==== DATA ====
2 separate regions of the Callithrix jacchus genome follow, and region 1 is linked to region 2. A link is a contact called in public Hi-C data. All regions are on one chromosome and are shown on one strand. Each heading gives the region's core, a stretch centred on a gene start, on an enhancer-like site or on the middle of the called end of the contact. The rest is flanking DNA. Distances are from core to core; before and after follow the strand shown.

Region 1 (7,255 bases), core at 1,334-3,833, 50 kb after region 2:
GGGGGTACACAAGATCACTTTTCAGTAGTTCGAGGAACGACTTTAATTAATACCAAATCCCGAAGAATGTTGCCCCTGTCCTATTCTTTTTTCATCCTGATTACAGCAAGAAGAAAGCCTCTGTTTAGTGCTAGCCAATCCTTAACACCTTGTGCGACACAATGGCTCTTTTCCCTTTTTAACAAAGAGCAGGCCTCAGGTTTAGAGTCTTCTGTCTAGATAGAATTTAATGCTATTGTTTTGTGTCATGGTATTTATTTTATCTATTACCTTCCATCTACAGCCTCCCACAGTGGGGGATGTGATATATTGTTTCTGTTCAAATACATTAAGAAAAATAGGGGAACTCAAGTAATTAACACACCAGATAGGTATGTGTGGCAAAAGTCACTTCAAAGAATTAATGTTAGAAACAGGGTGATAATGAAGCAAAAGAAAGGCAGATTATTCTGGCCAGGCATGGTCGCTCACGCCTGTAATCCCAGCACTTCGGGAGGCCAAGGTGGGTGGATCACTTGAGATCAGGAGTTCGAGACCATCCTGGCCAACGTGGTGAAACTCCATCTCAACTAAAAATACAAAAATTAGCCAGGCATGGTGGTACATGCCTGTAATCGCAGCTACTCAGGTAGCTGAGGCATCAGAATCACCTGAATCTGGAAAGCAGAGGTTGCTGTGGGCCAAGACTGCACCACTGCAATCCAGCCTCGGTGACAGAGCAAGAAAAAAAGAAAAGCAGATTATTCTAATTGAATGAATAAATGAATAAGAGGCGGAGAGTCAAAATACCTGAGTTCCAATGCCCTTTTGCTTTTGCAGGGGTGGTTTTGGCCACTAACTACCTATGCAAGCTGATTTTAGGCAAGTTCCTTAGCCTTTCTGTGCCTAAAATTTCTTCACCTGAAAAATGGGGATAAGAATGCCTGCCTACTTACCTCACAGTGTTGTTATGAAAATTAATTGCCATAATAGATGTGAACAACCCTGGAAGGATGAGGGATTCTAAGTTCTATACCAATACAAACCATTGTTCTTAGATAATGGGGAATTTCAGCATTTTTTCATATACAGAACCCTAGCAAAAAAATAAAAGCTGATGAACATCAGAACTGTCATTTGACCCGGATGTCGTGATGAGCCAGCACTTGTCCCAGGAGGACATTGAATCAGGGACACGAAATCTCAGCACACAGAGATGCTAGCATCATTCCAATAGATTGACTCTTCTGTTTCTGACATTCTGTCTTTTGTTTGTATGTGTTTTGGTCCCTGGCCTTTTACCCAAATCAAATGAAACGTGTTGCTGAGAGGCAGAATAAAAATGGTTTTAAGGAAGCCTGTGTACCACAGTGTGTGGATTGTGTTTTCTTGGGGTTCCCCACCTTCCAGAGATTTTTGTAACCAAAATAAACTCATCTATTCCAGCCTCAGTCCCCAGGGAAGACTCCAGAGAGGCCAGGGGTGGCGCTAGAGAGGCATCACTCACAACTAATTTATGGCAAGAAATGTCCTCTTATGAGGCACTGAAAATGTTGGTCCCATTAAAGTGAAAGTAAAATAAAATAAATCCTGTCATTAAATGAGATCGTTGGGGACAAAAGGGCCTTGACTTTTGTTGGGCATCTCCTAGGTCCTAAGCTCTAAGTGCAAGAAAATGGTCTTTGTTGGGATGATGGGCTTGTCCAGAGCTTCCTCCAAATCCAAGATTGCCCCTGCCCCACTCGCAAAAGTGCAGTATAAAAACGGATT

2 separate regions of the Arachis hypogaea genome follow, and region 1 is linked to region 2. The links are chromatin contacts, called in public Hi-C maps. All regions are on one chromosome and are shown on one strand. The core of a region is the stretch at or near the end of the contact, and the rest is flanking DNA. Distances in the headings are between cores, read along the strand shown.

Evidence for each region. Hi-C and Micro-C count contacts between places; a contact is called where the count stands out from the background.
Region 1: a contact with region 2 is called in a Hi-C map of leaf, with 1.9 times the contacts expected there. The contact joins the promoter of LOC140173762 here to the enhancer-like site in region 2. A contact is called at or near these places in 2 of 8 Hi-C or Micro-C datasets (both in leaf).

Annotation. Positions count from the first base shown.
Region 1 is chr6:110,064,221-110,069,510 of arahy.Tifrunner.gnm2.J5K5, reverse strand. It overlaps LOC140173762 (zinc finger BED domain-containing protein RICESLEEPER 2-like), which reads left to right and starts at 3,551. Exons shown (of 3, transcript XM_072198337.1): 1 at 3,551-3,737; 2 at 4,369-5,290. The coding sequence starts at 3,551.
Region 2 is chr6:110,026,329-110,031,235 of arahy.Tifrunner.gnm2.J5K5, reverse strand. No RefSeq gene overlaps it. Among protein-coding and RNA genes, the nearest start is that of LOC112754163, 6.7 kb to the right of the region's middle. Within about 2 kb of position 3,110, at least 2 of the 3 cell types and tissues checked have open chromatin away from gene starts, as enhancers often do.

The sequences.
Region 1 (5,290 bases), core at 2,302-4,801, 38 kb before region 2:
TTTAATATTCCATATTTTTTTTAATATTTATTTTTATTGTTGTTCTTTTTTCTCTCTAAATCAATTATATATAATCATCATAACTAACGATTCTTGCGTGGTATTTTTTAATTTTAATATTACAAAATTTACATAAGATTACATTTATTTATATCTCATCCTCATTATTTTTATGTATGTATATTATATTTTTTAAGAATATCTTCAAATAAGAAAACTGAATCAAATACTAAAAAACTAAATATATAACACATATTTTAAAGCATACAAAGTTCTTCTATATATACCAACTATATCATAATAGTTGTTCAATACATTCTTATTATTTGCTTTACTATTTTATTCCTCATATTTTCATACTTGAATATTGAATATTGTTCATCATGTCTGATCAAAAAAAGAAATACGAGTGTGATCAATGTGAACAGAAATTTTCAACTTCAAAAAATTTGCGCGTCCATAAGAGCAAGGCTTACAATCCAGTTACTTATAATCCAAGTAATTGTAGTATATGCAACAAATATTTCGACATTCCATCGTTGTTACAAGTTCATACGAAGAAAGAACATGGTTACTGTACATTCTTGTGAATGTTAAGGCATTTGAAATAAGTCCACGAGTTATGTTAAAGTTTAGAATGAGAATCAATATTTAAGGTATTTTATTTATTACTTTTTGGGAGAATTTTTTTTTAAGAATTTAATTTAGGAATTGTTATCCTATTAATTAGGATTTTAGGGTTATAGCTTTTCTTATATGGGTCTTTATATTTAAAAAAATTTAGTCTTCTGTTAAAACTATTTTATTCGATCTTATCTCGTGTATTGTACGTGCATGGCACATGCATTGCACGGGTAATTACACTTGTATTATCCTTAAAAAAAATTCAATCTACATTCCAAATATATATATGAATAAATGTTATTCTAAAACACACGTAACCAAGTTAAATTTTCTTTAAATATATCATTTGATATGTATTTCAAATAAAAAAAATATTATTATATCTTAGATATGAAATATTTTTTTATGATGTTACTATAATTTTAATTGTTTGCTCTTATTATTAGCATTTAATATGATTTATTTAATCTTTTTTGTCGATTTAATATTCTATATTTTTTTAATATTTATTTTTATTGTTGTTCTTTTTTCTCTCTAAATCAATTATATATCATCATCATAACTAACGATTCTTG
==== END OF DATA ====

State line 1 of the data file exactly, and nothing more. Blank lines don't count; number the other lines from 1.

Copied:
2 separate regions of the Callithrix jacchus genome follow, and region 1 is linked to region 2. A link is a contact called in public Hi-C data. All regions are on one chromosome and are shown on one strand. Each heading gives the region's core, a stretch centred on a gene start, on an enhancer-like site or on the middle of the called end of the contact. The rest is flanking DNA. Distances are from core to core; before and after follow the strand shown.